Format

Send to

Choose Destination
Mol Ther Oncolytics. 2016 Dec 31;4:77-86. doi: 10.1016/j.omto.2016.12.004. eCollection 2017 Mar 17.

Oncolytic Adenoviruses Armed with Tumor Necrosis Factor Alpha and Interleukin-2 Enable Successful Adoptive Cell Therapy.

Author information

1
Cancer Gene Therapy Group, Faculty of Medicine, University of Helsinki, 00290 Helsinki, Finland.
2
Cancer Gene Therapy Group, Faculty of Medicine, University of Helsinki, 00290 Helsinki, Finland; TILT Biotherapeutics, Ltd., 00290 Helsinki, Finland.
3
Institute for Molecular Medicine Finland, University of Helsinki, 00290 Helsinki, Finland.
4
German Cancer Research Center (DKFZ), 69120 Heidelberg, Germany.
5
Faculty of Health, Institute for Virology and Microbiology, University Witten/Herdecke, 58448 Witten, Germany.
6
Cancer Gene Therapy Group, Faculty of Medicine, University of Helsinki, 00290 Helsinki, Finland; Department of Obstetrics and Gynecology, Helsinki University Central Hospital, 00610 Helsinki, Finland.
7
Cancer Gene Therapy Group, Faculty of Medicine, University of Helsinki, 00290 Helsinki, Finland; TILT Biotherapeutics, Ltd., 00290 Helsinki, Finland; Comprehensive Cancer Center, Helsinki University Hospital, 00290 Helsinki, Finland.

Abstract

Adoptive cell therapy holds much promise in the treatment of cancer but results in solid tumors have been modest. The notable exception is tumor-infiltrating lymphocyte (TIL) therapy of melanoma, but this approach only works with high-dose preconditioning chemotherapy and systemic interleukin (IL)-2 postconditioning, both of which are associated with toxicities. To improve and broaden the applicability of adoptive cell transfer, we constructed oncolytic adenoviruses coding for human IL-2 (hIL2), tumor necrosis factor alpha (TNF-α), or both. The viruses showed potent antitumor efficacy against human tumors in immunocompromised severe combined immunodeficiency (SCID) mice. In immunocompetent Syrian hamsters, we combined the viruses with TIL transfer and were able to cure 100% of the animals. Cured animals were protected against tumor re-challenge, indicating a memory response. Arming with IL-2 and TNF-α increased the frequency of both CD4+ and CD8+ TILs in vivo and augmented splenocyte proliferation ex vivo, suggesting that the cytokines were important for T cell persistence and proliferation. Cytokine expression was limited to tumors and treatment-related signs of systemic toxicity were absent, suggesting safety. To conclude, cytokine-armed oncolytic adenoviruses enhanced adoptive cell therapy by favorable alteration of the tumor microenvironment. A clinical trial is in progress to study the utility of Ad5/3-E2F-d24-hTNFa-IRES-hIL2 (TILT-123) in human patients with cancer.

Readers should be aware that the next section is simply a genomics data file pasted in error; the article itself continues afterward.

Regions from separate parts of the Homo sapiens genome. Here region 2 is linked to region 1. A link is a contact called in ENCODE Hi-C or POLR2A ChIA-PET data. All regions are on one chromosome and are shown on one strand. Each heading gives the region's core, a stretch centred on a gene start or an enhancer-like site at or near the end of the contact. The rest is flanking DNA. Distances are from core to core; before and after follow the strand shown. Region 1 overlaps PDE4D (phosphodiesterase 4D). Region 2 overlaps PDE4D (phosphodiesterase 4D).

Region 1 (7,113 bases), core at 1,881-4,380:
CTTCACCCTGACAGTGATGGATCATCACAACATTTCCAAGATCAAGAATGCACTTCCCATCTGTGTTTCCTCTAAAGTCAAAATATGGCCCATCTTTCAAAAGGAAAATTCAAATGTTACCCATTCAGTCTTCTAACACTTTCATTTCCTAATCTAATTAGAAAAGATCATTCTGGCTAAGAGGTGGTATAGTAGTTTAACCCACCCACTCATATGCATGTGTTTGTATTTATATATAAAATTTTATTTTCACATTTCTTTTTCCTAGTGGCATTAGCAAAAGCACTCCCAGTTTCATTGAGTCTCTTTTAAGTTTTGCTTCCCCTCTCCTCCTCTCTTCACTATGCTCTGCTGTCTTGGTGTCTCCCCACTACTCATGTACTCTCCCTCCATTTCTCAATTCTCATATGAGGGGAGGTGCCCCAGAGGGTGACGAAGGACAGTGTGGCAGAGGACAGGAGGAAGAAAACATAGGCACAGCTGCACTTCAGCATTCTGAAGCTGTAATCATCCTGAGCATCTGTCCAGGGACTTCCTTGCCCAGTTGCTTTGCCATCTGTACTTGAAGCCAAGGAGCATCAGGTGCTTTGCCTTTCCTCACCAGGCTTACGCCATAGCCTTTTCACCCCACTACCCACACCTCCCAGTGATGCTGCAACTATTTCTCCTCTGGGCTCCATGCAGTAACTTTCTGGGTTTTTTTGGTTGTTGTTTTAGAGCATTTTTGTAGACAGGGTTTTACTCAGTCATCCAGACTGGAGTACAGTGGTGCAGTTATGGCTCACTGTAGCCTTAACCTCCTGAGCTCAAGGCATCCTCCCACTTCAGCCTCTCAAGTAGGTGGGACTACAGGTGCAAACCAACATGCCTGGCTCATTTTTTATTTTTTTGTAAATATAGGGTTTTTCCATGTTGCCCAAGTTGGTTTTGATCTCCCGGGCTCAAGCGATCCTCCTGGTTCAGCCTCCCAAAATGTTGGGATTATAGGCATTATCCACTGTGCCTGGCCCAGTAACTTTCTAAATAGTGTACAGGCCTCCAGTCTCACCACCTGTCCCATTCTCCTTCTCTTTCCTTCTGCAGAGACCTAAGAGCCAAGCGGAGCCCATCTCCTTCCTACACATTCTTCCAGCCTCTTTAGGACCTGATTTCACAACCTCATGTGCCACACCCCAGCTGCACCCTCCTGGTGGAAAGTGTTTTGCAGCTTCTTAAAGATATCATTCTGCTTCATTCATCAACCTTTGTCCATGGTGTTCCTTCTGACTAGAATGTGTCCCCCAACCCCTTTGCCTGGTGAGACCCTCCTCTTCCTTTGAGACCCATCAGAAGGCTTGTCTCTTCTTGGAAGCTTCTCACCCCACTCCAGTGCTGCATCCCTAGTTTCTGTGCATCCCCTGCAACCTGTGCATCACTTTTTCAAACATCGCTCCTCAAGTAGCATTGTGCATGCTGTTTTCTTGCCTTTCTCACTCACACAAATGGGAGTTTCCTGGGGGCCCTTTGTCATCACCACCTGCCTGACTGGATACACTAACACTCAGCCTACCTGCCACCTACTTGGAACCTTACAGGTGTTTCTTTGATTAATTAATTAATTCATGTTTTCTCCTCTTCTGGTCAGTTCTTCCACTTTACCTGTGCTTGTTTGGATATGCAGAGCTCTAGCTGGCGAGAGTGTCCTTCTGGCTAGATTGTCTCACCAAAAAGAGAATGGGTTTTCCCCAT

KEYWORDS:

TNF; adenovirus; cytokines; interleukin 2; tumor-infiltrating lymphocytes

Supplemental Content

Full text links

Icon for Elsevier Science Icon for PubMed Central
Loading ...
Support Center